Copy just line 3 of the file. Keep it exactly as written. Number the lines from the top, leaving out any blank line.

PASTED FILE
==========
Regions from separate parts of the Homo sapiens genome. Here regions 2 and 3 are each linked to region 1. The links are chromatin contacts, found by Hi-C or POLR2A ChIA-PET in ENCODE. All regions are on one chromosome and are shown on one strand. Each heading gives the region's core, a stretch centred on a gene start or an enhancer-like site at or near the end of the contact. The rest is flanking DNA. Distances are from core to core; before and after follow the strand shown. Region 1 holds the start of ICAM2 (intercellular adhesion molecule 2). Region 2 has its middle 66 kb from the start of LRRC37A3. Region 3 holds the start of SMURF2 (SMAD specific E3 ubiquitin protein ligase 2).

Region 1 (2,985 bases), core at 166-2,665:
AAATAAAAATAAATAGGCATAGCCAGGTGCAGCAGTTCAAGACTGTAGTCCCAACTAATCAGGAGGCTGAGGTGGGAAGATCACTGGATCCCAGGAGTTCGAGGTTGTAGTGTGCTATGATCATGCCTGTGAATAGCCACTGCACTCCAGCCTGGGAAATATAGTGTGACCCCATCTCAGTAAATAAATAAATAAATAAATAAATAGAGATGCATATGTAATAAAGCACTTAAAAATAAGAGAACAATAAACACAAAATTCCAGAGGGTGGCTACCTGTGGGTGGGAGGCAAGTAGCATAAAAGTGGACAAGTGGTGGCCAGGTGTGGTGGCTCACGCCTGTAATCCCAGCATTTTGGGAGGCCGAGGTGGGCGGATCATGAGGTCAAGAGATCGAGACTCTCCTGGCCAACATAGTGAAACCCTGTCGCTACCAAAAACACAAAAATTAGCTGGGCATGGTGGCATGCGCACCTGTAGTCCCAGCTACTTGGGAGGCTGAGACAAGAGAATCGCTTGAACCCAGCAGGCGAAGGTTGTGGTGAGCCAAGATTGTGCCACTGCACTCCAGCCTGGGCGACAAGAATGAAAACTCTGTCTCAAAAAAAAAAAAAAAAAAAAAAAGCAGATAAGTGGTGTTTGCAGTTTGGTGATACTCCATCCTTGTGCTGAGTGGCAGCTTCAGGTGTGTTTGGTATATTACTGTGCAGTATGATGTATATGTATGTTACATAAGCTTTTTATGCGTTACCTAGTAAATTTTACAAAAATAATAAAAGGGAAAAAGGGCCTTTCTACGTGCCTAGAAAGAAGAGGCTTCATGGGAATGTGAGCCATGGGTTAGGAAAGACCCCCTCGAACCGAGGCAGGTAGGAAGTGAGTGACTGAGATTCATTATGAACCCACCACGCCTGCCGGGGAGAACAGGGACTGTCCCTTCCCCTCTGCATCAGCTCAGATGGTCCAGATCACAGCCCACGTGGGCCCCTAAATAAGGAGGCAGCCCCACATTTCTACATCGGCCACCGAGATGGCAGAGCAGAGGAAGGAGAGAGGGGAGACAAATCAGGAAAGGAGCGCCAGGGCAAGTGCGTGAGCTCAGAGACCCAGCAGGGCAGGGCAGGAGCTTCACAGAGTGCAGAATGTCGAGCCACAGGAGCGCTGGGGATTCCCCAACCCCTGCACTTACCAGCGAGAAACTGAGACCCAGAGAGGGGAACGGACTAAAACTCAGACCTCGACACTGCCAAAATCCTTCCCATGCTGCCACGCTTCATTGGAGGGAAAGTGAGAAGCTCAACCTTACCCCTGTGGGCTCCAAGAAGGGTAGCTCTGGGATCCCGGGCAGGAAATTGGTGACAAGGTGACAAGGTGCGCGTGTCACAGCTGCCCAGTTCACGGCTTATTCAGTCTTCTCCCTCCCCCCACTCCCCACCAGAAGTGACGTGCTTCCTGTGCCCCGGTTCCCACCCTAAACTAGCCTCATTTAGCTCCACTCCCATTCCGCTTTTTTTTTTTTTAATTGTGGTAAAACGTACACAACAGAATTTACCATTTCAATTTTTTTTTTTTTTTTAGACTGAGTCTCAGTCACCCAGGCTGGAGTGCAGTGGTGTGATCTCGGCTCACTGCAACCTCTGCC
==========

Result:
AAATAAAAATAAATAGGCATAGCCAGGTGCAGCAGTTCAAGACTGTAGTCCCAACTAATCAGGAGGCTGAGGTGGGAAGATCACTGGATCCCAGGAGTTCGAGGTTGTAGTGTGCTATGATCATGCCTGTGAATAGCCACTGCACTCCAGCCTGGGAAATATAGTGTGACCCCATCTCAGTAAATAAATAAATAAATAAATAAATAGAGATGCATATGTAATAAAGCACTTAAAAATAAGAGAACAATAAACACAAAATTCCAGAGGGTGGCTACCTGTGGGTGGGAGGCAAGTAGCATAAAAGTGGACAAGTGGTGGCCAGGTGTGGTGGCTCACGCCTGTAATCCCAGCATTTTGGGAGGCCGAGGTGGGCGGATCATGAGGTCAAGAGATCGAGACTCTCCTGGCCAACATAGTGAAACCCTGTCGCTACCAAAAACACAAAAATTAGCTGGGCATGGTGGCATGCGCACCTGTAGTCCCAGCTACTTGGGAGGCTGAGACAAGAGAATCGCTTGAACCCAGCAGGCGAAGGTTGTGGTGAGCCAAGATTGTGCCACTGCACTCCAGCCTGGGCGACAAGAATGAAAACTCTGTCTCAAAAAAAAAAAAAAAAAAAAAAAGCAGATAAGTGGTGTTTGCAGTTTGGTGATACTCCATCCTTGTGCTGAGTGGCAGCTTCAGGTGTGTTTGGTATATTACTGTGCAGTATGATGTATATGTATGTTACATAAGCTTTTTATGCGTTACCTAGTAAATTTTACAAAAATAATAAAAGGGAAAAAGGGCCTTTCTACGTGCCTAGAAAGAAGAGGCTTCATGGGAATGTGAGCCATGGGTTAGGAAAGACCCCCTCGAACCGAGGCAGGTAGGAAGTGAGTGACTGAGATTCATTATGAACCCACCACGCCTGCCGGGGAGAACAGGGACTGTCCCTTCCCCTCTGCATCAGCTCAGATGGTCCAGATCACAGCCCACGTGGGCCCCTAAATAAGGAGGCAGCCCCACATTTCTACATCGGCCACCGAGATGGCAGAGCAGAGGAAGGAGAGAGGGGAGACAAATCAGGAAAGGAGCGCCAGGGCAAGTGCGTGAGCTCAGAGACCCAGCAGGGCAGGGCAGGAGCTTCACAGAGTGCAGAATGTCGAGCCACAGGAGCGCTGGGGATTCCCCAACCCCTGCACTTACCAGCGAGAAACTGAGACCCAGAGAGGGGAACGGACTAAAACTCAGACCTCGACACTGCCAAAATCCTTCCCATGCTGCCACGCTTCATTGGAGGGAAAGTGAGAAGCTCAACCTTACCCCTGTGGGCTCCAAGAAGGGTAGCTCTGGGATCCCGGGCAGGAAATTGGTGACAAGGTGACAAGGTGCGCGTGTCACAGCTGCCCAGTTCACGGCTTATTCAGTCTTCTCCCTCCCCCCACTCCCCACCAGAAGTGACGTGCTTCCTGTGCCCCGGTTCCCACCCTAAACTAGCCTCATTTAGCTCCACTCCCATTCCGCTTTTTTTTTTTTTAATTGTGGTAAAACGTACACAACAGAATTTACCATTTCAATTTTTTTTTTTTTTTTAGACTGAGTCTCAGTCACCCAGGCTGGAGTGCAGTGGTGTGATCTCGGCTCACTGCAACCTCTGCC